Clearly, there’s a lot of pioneering work being done that is not setting industry standards. That means that even the technically qualified firms have to guess at a considerable amount of the science and mechanics behind creating optimal grow environments. Their jobs are extremely complex and involve dozens more variables than designing traditional HVAC systems for commercial buildings.
The HVAC design team and owner need to work closely to discuss and incorporate all factors that will affect temperature and humidity loads into your ideal specifications. Be certain that they have the expertise to properly model the dozens of load factors and variations that your plants and your grow cycles will require.
Model those conditions and the equipment capacities required to meet them on the most extreme design days. You may find that allowing a few degrees of latitude in temperature and humidity on those extreme days can save a lot of money and not have much impact on your yield or quality.
Challenge #3 – Getting the Right HVAC Solution Design
There is considerable “solution bias” in the engineering community towards traditional HVAC solutions (namely, central plants) that are not necessarily suited to this unique space.
Most projects requiring a thousand or more tons of installed refrigeration capacity (roughly 80,000 to 100,000 sq. ft. of facility), use a central plant for heating and cooling. For these facilities, it would be unfathomable to use smaller unitary air conditioners.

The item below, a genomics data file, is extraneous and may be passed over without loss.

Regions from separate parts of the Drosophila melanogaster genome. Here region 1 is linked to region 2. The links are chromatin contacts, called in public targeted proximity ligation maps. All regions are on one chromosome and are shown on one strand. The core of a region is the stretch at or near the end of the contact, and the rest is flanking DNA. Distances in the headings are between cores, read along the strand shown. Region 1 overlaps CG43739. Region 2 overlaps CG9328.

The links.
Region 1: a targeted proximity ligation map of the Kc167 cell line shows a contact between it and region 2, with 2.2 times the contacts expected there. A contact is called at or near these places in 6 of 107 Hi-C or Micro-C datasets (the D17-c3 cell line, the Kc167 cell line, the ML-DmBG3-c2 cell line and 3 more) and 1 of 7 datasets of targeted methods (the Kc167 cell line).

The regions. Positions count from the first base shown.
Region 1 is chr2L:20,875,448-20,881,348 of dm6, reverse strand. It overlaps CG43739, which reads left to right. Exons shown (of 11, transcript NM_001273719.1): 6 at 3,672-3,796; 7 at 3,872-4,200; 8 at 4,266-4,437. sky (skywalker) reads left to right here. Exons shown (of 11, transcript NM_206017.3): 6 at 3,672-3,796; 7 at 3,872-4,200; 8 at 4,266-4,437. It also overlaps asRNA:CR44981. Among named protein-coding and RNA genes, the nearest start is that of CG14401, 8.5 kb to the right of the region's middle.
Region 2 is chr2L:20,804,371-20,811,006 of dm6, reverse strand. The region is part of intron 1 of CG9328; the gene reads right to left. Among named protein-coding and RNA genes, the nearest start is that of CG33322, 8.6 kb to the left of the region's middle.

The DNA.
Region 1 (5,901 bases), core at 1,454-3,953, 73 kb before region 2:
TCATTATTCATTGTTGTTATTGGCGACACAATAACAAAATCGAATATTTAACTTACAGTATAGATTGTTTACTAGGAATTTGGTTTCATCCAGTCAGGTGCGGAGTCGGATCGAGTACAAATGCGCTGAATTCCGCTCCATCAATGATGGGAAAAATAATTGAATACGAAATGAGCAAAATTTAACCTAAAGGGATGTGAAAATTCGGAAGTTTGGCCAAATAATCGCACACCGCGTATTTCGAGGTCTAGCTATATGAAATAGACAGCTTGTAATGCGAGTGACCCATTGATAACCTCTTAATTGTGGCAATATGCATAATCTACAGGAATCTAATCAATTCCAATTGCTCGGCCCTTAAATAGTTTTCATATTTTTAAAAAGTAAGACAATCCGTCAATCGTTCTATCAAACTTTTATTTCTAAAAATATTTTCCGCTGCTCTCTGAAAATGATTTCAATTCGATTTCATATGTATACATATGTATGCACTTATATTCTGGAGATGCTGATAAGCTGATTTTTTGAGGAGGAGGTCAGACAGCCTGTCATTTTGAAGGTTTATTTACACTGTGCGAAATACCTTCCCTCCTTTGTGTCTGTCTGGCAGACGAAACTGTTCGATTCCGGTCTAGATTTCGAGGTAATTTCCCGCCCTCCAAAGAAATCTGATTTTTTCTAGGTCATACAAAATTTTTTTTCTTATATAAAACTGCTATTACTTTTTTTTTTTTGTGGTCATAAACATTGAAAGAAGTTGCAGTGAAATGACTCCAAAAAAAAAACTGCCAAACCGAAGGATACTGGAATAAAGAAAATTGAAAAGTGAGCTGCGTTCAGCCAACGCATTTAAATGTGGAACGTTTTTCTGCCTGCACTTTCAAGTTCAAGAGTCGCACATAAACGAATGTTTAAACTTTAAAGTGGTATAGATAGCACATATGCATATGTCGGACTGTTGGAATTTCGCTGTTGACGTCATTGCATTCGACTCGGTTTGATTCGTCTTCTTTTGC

Because a large grow room can require a similar amount of “refrigeration”, many engineers naturally want to apply the same central plant approach. And they do so because they are familiar with that approach.
Doing so forgets the unique requirements of grow rooms, where humidity is the issue. To dehumidify, you need to cool the air down significantly, which turns out to be very inefficient when using the typical chilled water air handlers and chillers mentioned. Furthermore, in lights-out mode, you need to be able to dry the air then reheat it, so as to not over-cool the grow room. That re-heating could use free energy captured from the dehumidification process, if you have the right system. If you don’t, it’s an added energy cost.
So, with chillers, the system you end up with is inefficient, not scalable (central plants are not easily expanded), and not redundant, because there’s a single point of failure.
But a unitary, purpose-built grow room dehumidification system can cool and dehumidify very effectively, while intelligently rejecting heat out of your building when needed. You can easily size the equipment to match the room and create built-in redundancy. Expansion is easy with relatively short equipment lead times. Installation is straightforward and heat rejection even simpler with low-risk, scalable, redundant dry coolers. Additional rooms can easily be added at will — entirely independent of the rest of the facility.
It’s essential to have a solid understanding of your HVAC options as well as the costs, limitations, and advantages of different design scenarios. You want to also weigh the advantages of a more modular, scalable and redundant approach to HVAC control for your facility. Good vendors will be happy to have an open and honest conversation about the options available to you and which might be most suitable for any given facility.